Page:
Lonely Planet Writer

Shell-ebrate the official start of summer with National Seashell Day

Monday, June 20 is the official start of summer and the first annual National Seashell Day in the US. National Seashell Day is an initiative started by The Beaches of Fort Myers & Sanibel.

Sea shells on Captiva Island, Florida.
Sea shells on Captiva Island, Florida. Image by Getty Images

With 50 miles of pristine beaches, 400 species of seashells and areas of limited commercial development, the beaches of Southwest Florida offer a chance to get lost in the natural beauty of the Sunshine State and unplug from the frenetic pace often found on the mainland. The barrier islands of Sanibel and Captiva are oriented east-west in relation to the Florida coastline instead of the usual north-south position.

The unusual geography of the islands, combined with its boomerang shape, essentially act as a big scoop for the shells rolling in from the Gulf of Mexico. The gentle waves and slight slope of the seabed means that most of the shells make it onto the beach completely intact. These beaches are uniquely suited to beachcombing, and often make the list of best beaches in the world for shell seeking.

The gentle waves of Captiva Island, Florida.
The gentle waves of Captiva Island, Florida. Image by Getty Images

Sanibel Island is also home to the Bailey-Matthews National Shell Museum, the only museum in the USA dedicated to seashells and the mollusks that make them. In shell-ebration of National Seashell Day, the museum will offer shell crafting all day, along with tank talks led by marine biologists about mollusks and shell seeking. The tank talks allow visitors see and touch live mollusks. Other activities include the National Shell Day Walk hosted by the Sanibel Sea School, a tour of the Calusa Shell Mound, created by the Calusa Indians more than 2,000 years ago, and the debut of a unique sculpture comprised of thousands of shells collected from Sanibel beaches by local shell-ebrity, Pam Rambo of iloveshelling.com.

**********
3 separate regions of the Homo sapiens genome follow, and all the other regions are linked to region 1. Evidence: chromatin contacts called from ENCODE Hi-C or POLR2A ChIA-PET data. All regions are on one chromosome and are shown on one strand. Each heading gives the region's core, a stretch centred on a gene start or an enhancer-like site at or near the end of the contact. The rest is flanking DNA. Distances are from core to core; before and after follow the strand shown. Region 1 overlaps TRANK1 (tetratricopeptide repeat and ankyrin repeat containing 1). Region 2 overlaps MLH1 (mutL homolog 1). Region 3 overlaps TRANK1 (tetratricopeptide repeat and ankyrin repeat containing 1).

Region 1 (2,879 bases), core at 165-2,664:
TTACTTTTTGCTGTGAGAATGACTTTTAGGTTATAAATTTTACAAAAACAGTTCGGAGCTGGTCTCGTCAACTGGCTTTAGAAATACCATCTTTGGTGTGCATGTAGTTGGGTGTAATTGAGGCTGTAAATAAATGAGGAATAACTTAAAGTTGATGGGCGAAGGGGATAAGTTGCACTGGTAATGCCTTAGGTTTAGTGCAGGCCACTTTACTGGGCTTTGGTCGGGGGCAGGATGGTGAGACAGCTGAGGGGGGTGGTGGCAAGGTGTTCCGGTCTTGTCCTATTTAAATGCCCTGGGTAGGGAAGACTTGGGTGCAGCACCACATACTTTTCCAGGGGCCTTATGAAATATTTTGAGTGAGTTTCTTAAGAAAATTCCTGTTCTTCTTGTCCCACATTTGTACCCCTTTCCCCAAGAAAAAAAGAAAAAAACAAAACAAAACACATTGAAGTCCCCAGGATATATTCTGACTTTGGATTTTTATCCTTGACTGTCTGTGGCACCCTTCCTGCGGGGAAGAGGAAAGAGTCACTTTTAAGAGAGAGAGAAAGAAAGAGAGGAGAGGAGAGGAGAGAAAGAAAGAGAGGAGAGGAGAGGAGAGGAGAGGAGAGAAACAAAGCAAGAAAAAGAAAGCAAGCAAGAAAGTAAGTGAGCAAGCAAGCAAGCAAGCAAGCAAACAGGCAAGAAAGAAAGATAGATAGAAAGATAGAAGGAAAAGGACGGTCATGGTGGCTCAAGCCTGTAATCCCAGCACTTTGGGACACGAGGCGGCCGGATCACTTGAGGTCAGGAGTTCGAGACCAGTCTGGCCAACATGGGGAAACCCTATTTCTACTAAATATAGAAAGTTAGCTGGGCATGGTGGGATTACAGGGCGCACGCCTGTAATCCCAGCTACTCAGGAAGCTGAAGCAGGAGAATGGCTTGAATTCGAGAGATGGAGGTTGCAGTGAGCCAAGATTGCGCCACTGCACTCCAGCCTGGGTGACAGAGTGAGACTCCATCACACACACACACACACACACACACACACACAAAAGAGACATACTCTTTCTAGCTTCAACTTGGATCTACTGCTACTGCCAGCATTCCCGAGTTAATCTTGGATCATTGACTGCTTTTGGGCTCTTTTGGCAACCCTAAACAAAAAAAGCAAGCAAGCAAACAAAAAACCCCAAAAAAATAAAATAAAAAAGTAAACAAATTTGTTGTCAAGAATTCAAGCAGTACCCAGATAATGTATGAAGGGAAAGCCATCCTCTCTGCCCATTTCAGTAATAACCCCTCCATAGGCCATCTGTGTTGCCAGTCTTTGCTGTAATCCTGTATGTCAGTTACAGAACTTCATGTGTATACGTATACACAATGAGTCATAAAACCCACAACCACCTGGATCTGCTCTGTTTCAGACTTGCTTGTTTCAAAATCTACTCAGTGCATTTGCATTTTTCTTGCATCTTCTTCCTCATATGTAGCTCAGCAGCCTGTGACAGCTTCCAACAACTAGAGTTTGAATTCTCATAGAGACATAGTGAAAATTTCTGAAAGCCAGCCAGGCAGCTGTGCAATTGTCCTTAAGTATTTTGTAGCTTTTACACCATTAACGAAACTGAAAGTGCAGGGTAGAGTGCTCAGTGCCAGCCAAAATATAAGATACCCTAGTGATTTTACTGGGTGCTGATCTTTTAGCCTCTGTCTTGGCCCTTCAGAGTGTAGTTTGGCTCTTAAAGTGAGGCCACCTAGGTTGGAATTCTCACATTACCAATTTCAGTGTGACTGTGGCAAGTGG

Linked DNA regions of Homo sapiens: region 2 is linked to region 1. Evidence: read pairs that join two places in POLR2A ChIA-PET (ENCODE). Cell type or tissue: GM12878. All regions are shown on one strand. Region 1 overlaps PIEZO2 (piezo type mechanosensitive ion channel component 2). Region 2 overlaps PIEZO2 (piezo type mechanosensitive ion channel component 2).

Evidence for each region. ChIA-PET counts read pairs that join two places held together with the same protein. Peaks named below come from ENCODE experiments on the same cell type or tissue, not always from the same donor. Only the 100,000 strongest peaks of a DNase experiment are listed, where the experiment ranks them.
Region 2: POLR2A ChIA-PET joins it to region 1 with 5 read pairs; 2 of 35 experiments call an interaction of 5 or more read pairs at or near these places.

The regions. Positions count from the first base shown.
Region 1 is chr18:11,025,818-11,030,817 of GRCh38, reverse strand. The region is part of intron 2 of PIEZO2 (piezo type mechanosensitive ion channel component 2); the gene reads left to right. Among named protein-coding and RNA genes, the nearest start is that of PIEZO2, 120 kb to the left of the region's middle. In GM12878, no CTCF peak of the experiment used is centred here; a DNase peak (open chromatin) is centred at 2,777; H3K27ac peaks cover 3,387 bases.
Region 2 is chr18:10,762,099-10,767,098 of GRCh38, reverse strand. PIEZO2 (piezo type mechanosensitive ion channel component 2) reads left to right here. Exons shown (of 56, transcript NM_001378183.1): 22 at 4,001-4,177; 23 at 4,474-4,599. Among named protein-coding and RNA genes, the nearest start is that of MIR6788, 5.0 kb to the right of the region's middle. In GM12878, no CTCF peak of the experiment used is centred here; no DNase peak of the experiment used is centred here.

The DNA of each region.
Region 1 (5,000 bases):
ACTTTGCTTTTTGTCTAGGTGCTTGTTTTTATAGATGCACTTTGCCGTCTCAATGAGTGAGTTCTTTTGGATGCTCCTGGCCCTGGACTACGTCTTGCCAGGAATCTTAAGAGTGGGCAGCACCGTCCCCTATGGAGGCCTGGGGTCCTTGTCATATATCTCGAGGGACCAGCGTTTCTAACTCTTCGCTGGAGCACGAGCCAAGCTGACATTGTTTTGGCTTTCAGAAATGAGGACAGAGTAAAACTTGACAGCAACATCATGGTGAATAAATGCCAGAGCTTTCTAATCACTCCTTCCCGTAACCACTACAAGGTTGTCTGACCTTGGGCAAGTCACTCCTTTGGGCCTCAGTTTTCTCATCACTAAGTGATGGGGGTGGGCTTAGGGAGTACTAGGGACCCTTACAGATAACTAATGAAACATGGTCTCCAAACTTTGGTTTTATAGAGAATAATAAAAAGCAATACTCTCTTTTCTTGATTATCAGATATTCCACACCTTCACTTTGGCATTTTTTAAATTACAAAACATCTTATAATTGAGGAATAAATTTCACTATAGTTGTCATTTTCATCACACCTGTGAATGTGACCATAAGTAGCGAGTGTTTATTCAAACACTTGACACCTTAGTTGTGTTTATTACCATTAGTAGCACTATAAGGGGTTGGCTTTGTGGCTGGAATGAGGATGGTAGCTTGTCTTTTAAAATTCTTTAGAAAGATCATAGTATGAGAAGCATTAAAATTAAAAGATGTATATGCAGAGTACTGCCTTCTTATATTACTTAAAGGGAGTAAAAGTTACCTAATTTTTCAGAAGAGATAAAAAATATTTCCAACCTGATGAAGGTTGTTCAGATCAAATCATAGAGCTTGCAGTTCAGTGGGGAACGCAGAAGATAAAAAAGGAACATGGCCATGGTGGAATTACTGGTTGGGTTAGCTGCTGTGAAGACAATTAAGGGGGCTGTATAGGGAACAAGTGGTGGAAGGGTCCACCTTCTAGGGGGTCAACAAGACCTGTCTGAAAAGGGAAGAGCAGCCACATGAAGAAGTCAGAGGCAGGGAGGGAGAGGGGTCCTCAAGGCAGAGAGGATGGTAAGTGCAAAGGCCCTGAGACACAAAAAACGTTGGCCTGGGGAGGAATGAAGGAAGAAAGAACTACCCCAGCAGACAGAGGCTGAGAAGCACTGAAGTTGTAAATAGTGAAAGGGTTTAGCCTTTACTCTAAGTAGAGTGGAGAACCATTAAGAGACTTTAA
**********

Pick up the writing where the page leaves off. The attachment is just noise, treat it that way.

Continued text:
Top tips for shelling:

– The best time to shell is an hour before to an hour after low tide. Because many mollusks are nocturnal, the morning low tide is often best for shelling.

– Walk along the high tide shell line where the highest waves stop. The slight drop in the surf line, where gentle waves break before rolling up to the beach, is another good place to look.

– Full moons and new moons have a higher gravitational pull on tides and reveal more seashells.

– After a storm, the ocean floor is often disturbed and sends more shells to the surface, ready for collecting.

– Do not collect live shells. Inspect shells closely, and if in doubt, gently return the shell to the water.